Statement by Congresswoman Shelley Berkley opposing H.R.2983 Price-Anderson Reauthorization Act of 2001

(House of Representatives - November 27, 2001)

Madam Speaker, I rise in opposition to H.R. 2983. This legislation is nothing more than a giant government subsidy to keep the nuclear industry afloat.

Opposition to Price-Anderson runs the political gamut. Environmental groups like Public Citizen oppose Price-Anderson because it hurts our environment. Rather than investing resources in renewable energy, this bill would further our reliance on nuclear energy, thus exacerbating our problems with nuclear waste.

On the right, even the conservative Cato Institute states that if nuclear power is a better investment than gas or coal-fired power, then no amount of government help is necessary. If it is not, then no amount of government help will make it so.

This legislation mandates that it is the American taxpayer who will pay the financial costs of cleaning up a nuclear accident. It has been estimated that a worst-case scenario accident could cost more than $300 billion to clean up. The total insurance coverage provided under this act is $9.4 billion. It is the American taxpayer who will make up the difference.

Madam Speaker, both Liberals and Conservatives oppose Price-Anderson because it artificially supports an industry that is not trusted by the American public, and not supported by the American investor. Nuclear energy is dangerous, and it is this danger that prevents investors from being interested in nuclear power.

Price-Anderson not only subsidizes the production of nuclear energy, it also subsidizes the production of nuclear waste. Although the nuclear industry has lobbied for years to dump its garbage at Yucca Mountain, located just outside my rapidly-growing hometown of Las Vegas, it is not a safe place to permanently store nuclear waste. The geology of Yucca Mountain is unsound. Nuclear waste risks contaminating the ground water throughout southern Nevada and California.

Even if this administration is successful in its efforts to ram a nuclear dump down our throats, it will take more than 50 years before 77,000 tons of nuclear waste is moved from its current locations across the United States and relocated to Yucca Mountain.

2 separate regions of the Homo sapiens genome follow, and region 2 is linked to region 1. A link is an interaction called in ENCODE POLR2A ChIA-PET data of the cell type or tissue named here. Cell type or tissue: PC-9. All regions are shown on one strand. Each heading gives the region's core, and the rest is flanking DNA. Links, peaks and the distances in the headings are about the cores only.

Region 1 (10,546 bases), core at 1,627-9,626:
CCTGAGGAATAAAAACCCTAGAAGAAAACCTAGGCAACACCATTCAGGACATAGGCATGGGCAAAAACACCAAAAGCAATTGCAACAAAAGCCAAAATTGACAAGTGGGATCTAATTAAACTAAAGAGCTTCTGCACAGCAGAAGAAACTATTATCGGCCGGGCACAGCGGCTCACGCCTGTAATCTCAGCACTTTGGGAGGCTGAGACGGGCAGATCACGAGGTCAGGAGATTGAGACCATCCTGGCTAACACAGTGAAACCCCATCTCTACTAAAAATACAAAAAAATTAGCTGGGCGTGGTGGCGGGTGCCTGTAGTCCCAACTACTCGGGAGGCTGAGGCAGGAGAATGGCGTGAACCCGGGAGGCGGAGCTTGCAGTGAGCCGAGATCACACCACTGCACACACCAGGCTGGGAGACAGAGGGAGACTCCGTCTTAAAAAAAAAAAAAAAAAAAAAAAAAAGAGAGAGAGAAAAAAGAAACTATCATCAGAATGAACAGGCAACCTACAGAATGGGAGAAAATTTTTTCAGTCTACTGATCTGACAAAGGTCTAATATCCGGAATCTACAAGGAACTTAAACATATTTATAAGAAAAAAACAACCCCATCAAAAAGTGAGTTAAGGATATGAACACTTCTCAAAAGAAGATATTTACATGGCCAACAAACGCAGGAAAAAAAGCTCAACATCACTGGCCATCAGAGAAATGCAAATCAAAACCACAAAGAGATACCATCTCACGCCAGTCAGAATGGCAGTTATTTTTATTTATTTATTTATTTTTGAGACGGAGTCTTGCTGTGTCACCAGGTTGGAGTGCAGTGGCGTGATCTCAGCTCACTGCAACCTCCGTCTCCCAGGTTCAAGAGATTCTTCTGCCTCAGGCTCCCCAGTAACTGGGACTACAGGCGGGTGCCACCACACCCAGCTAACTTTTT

At the same time, Price-Anderson subsidies keep the nuclear industry afloat, creating more and more waste, so even as the waste is shipped, more waste is being created and stored at the reactors. Any central repository represents only a temporary solution. Waste will continue to be stored at taxpayer-subsidized reactors, posing both security and environmental hazards.

I have heard representatives of the nuclear interests argue that the events of September 11 emphasize the need for a central repository. This is not just an erroneous statement, but the most blatant political misuse of those tragic events. A central repository would do nothing to diminish the threat at active reactor sites and would offer only one more attractive target. When we include each individual nuclear waste transport, there would be thousands more inviting targets for potential terrorist attacks.

Madam Speaker, I oppose the reauthorization of Price-Anderson because it makes our country a more dangerous place to live. Nuclear energy cannot survive on its own, and I think it is nothing short of highway robbery that we ask the American taxpayer to subsidize a product that endangers their very health and safety.

Nuclear energy creates Nuclear waste. There is no way of getting around that. Long term options for disposing of nuclear waste, such as transmutation, are emerging, but they have not yet been fully developed. I would urge my colleagues to support research into the decontamination, and safe disposal, of nuclear waste, so we can solve this problem, once and for all. But in the meantime, I urge all my colleagues to oppose this measure until the nation finds a safe, realistic, and economically feasible method of dealing with nuclear waste.

Madam Speaker, I urge my colleagues to support research on decontamination and safe disposal. I urge all of my colleagues to oppose this measure until the Nation finds a safe, realistic, and economically feasible method for dealing with nuclear waste.